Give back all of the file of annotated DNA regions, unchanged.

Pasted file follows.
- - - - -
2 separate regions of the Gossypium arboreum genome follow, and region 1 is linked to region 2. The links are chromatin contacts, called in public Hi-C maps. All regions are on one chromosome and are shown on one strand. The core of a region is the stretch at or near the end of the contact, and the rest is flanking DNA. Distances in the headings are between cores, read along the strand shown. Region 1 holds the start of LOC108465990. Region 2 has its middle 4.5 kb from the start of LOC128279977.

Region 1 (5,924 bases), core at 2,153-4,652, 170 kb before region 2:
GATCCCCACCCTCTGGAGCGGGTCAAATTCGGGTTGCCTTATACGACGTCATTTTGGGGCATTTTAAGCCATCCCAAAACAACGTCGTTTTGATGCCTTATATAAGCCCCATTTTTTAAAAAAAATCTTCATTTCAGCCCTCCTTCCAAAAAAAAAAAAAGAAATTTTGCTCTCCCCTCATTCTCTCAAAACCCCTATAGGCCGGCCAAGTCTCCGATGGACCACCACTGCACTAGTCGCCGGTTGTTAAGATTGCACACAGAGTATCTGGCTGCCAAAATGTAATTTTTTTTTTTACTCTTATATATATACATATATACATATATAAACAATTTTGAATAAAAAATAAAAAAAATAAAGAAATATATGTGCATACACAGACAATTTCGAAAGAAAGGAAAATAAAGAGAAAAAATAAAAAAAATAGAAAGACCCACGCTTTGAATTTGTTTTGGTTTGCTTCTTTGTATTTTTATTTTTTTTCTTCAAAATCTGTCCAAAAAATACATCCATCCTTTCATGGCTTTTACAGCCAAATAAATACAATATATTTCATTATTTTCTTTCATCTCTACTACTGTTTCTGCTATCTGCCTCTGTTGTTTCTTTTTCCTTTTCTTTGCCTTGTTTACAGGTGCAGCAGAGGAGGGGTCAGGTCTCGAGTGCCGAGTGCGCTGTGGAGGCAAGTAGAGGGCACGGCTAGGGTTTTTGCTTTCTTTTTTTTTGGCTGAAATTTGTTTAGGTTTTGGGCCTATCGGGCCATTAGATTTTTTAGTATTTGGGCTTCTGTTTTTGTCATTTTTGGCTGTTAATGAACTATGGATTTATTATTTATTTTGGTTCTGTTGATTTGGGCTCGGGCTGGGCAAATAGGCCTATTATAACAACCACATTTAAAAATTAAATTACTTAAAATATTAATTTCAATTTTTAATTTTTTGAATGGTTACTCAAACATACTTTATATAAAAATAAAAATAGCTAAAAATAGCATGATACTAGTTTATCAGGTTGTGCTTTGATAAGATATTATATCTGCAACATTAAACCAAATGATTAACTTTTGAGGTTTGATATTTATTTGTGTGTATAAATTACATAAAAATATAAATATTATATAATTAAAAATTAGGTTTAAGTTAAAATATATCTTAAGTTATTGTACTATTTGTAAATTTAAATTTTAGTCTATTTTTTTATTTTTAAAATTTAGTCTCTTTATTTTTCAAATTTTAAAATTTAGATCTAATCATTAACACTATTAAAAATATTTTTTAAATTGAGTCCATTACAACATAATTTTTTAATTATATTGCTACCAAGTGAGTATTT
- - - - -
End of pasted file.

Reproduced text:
2 separate regions of the Gossypium arboreum genome follow, and region 1 is linked to region 2. The links are chromatin contacts, called in public Hi-C maps. All regions are on one chromosome and are shown on one strand. The core of a region is the stretch at or near the end of the contact, and the rest is flanking DNA. Distances in the headings are between cores, read along the strand shown. Region 1 holds the start of LOC108465990. Region 2 has its middle 4.5 kb from the start of LOC128279977.

Region 1 (5,924 bases), core at 2,153-4,652, 170 kb before region 2:
GATCCCCACCCTCTGGAGCGGGTCAAATTCGGGTTGCCTTATACGACGTCATTTTGGGGCATTTTAAGCCATCCCAAAACAACGTCGTTTTGATGCCTTATATAAGCCCCATTTTTTAAAAAAAATCTTCATTTCAGCCCTCCTTCCAAAAAAAAAAAAAGAAATTTTGCTCTCCCCTCATTCTCTCAAAACCCCTATAGGCCGGCCAAGTCTCCGATGGACCACCACTGCACTAGTCGCCGGTTGTTAAGATTGCACACAGAGTATCTGGCTGCCAAAATGTAATTTTTTTTTTTACTCTTATATATATACATATATACATATATAAACAATTTTGAATAAAAAATAAAAAAAATAAAGAAATATATGTGCATACACAGACAATTTCGAAAGAAAGGAAAATAAAGAGAAAAAATAAAAAAAATAGAAAGACCCACGCTTTGAATTTGTTTTGGTTTGCTTCTTTGTATTTTTATTTTTTTTCTTCAAAATCTGTCCAAAAAATACATCCATCCTTTCATGGCTTTTACAGCCAAATAAATACAATATATTTCATTATTTTCTTTCATCTCTACTACTGTTTCTGCTATCTGCCTCTGTTGTTTCTTTTTCCTTTTCTTTGCCTTGTTTACAGGTGCAGCAGAGGAGGGGTCAGGTCTCGAGTGCCGAGTGCGCTGTGGAGGCAAGTAGAGGGCACGGCTAGGGTTTTTGCTTTCTTTTTTTTTGGCTGAAATTTGTTTAGGTTTTGGGCCTATCGGGCCATTAGATTTTTTAGTATTTGGGCTTCTGTTTTTGTCATTTTTGGCTGTTAATGAACTATGGATTTATTATTTATTTTGGTTCTGTTGATTTGGGCTCGGGCTGGGCAAATAGGCCTATTATAACAACCACATTTAAAAATTAAATTACTTAAAATATTAATTTCAATTTTTAATTTTTTGAATGGTTACTCAAACATACTTTATATAAAAATAAAAATAGCTAAAAATAGCATGATACTAGTTTATCAGGTTGTGCTTTGATAAGATATTATATCTGCAACATTAAACCAAATGATTAACTTTTGAGGTTTGATATTTATTTGTGTGTATAAATTACATAAAAATATAAATATTATATAATTAAAAATTAGGTTTAAGTTAAAATATATCTTAAGTTATTGTACTATTTGTAAATTTAAATTTTAGTCTATTTTTTTATTTTTAAAATTTAGTCTCTTTATTTTTCAAATTTTAAAATTTAGATCTAATCATTAACACTATTAAAAATATTTTTTAAATTGAGTCCATTACAACATAATTTTTTAATTATATTGCTACCAAGTGAGTATTT